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Do Confederate memorials honor soldiers killed in war or memorialize racism?

Do Confederate memorials honor soldiers killed in war or memorialize racism?

A Confederate monument in Cornelius was vandalized Sunday, a day after violence between white supremacists and counter-protesters left a woman dead and dozens of people injured in Charlottesville, Va.
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A Confederate monument in Cornelius was vandalized Sunday, a day after violence between white supremacists and counter-protesters left a woman dead and dozens of people injured in Charlottesville, Va.

A statue of Gen. Robert E. Lee, and its planned removal by the city, sparked the violence between white supremacists and counter-protesters that left a woman dead and dozens injured Saturday in Charlottesville, Va.

Confederate memorials in the Charlotte area have also become flashpoints in the debate over race and history – sometimes overnight. By Sunday, a memorial in Cornelius already wore an X in blue spray paint over the words “Our Confederate Soldiers.”

The memorial, an obelisk topped by the statue of a soldier, is privately owned by the Mt. Zion Monumental Association. A police report estimated the damage, which was discovered Sunday morning, at $1,500.

The Cornelius monument was one of three local memorials that were previously vandalized in mid-2015, in the weeks after white supremacist Dylann Roof massacred nine people at an African-American church in Charleston.

To some, the 120 Civil War memorials that honor Confederate soldiers in North Carolina are eternal reminders of the nation’s white-dominated past. To others, they honor the state that sent more men to fight for the Confederacy than any other and lost 40,000 of them.

“They all should be removed,” the Rev. Corine Mack, president of the Charlotte NAACP, told reporters Monday. “We should not be uplifting a statue of Robert E. Lee, we should not be uplifting a Confederate flag.”

Dan Morrill, consulting director of the Charlotte-Mecklenburg Historic Landmarks Commission, calls it “treacherous” to try to place yesterday’s relics in today’s contexts.

“History is not the past. The past is the past,” said Morrill, who taught history at UNC Charlotte for 51 years. “History is human interpretation of the past, and our interpretation of the past always changes according to what the circumstances and values of today are.”

What’s relevant now, he said, is tolerance, acceptance of diversity and respect for people of different backgrounds.

“Public policy needs to choose those pieces ... that help us build a better tomorrow,” he said, “because tomorrow is all we have. We can’t do a doggone thing to change yesterday.”

Two Confederate monuments in Charlotte were targeted after the Charleston shootings.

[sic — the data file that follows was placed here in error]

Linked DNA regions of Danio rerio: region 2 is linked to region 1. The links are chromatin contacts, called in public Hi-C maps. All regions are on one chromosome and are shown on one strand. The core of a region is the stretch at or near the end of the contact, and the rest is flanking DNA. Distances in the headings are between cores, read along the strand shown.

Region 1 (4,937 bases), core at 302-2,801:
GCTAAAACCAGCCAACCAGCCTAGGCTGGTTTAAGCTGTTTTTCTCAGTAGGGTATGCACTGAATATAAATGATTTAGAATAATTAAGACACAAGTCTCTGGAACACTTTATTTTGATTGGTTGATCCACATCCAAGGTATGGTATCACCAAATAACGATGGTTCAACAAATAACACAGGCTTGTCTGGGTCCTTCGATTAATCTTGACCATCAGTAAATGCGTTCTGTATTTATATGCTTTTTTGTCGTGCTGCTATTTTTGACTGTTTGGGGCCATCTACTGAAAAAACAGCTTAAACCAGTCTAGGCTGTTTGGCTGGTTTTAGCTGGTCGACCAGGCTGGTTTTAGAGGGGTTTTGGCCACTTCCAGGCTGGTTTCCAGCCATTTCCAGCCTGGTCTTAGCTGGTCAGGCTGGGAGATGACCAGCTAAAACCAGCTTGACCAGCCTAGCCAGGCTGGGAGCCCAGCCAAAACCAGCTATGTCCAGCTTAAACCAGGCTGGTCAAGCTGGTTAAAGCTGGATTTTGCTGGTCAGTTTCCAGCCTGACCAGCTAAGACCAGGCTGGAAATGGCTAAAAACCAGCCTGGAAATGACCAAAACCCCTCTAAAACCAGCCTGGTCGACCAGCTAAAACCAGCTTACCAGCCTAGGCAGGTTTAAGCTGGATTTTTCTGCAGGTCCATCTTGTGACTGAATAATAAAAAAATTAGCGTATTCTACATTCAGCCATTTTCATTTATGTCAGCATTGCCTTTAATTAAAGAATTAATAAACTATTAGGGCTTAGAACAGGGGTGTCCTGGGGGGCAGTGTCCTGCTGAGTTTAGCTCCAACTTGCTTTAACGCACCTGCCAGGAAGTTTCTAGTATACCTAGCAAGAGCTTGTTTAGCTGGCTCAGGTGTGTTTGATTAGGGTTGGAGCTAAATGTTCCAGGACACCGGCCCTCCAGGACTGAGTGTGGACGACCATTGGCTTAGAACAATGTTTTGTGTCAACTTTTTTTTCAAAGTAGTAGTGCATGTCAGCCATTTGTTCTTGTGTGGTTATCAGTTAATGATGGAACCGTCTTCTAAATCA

One, dating to a 1929 reunion of the United Confederate Veterans, still stands between the Grady Cole Center and American Memorial Stadium on North Kings Drive. Its inscription hails soldiers for “preserving the Anglo-Saxon civilization of the South.”

The monument was vandalized twice in three weeks in 2015. It’s now encased in a clear protective case.

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A Confederate monument in Charlotte was vandalized twice after the 2015 massacre of nine people by a white supremacist in Charleston. A monument in Cornelius was found spray painted Sunday following violence in Charlottesville, Va., that left one person dead and dozens injured. TODD SUMLIN tsumlin@charlotteobserver.com

The other monument, erected in 1977 by the Confederate Memorial Association of Charlotte, stood at Old City Hall on Trade Street. That monument lauds the “brave soldiers of the South (who) struggled nobly for the cause of independence and constitutional self-government.”

It has since been moved to city-owned Elmwood Cemetery, where a granite obelisk honoring Confederate soldiers overlooks veterans’ graves.

Also in 2015, the YMCA of Greater Charlotte said it would remove a stone monument at the Dowd YMCA to the North Carolina Military Institute, which opened in 1859 at East Morehead Street and South Boulevard. The school later became a Confederate military hospital and prison, with many of the soldiers who died there buried in a cemetery behind the building.

Something else moved shortly after the 2015 Charleston massacre: North Carolina’s legislature.

Lawmakers passed a law protecting “objects of remembrance” on public property, such as historical monuments, plaques and statues, from permanent removal with some exceptions.

“History needs to be retained – you don’t know who you are without history,” Rep. Larry Pittman, a Concord Republican, said during committee debate of the measure. “I don’t think the government has the right to change what history is.”

Staff writer Jim Morrill and researcher Maria David contributed.

Bruce Henderson: 704-358-5051, @bhender

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